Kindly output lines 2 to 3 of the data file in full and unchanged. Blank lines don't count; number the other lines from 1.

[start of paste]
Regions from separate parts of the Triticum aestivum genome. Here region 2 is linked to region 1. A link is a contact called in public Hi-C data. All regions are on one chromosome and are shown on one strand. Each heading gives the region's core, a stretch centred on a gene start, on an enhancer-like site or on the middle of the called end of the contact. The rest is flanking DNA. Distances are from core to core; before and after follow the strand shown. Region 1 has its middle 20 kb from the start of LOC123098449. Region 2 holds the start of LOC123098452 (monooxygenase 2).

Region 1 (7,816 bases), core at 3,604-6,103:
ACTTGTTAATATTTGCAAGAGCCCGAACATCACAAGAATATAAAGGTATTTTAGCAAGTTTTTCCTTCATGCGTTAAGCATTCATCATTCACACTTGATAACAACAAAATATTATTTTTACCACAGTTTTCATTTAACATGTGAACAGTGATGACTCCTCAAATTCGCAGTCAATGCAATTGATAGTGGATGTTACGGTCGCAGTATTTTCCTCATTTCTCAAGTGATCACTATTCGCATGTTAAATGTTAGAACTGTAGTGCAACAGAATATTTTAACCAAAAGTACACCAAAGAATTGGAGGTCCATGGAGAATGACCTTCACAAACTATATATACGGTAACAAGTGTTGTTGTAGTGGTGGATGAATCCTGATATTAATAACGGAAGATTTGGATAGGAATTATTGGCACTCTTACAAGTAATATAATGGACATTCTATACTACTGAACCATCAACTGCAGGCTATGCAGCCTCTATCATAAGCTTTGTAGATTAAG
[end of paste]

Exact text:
Region 1 (7,816 bases), core at 3,604-6,103:
ACTTGTTAATATTTGCAAGAGCCCGAACATCACAAGAATATAAAGGTATTTTAGCAAGTTTTTCCTTCATGCGTTAAGCATTCATCATTCACACTTGATAACAACAAAATATTATTTTTACCACAGTTTTCATTTAACATGTGAACAGTGATGACTCCTCAAATTCGCAGTCAATGCAATTGATAGTGGATGTTACGGTCGCAGTATTTTCCTCATTTCTCAAGTGATCACTATTCGCATGTTAAATGTTAGAACTGTAGTGCAACAGAATATTTTAACCAAAAGTACACCAAAGAATTGGAGGTCCATGGAGAATGACCTTCACAAACTATATATACGGTAACAAGTGTTGTTGTAGTGGTGGATGAATCCTGATATTAATAACGGAAGATTTGGATAGGAATTATTGGCACTCTTACAAGTAATATAATGGACATTCTATACTACTGAACCATCAACTGCAGGCTATGCAGCCTCTATCATAAGCTTTGTAGATTAAG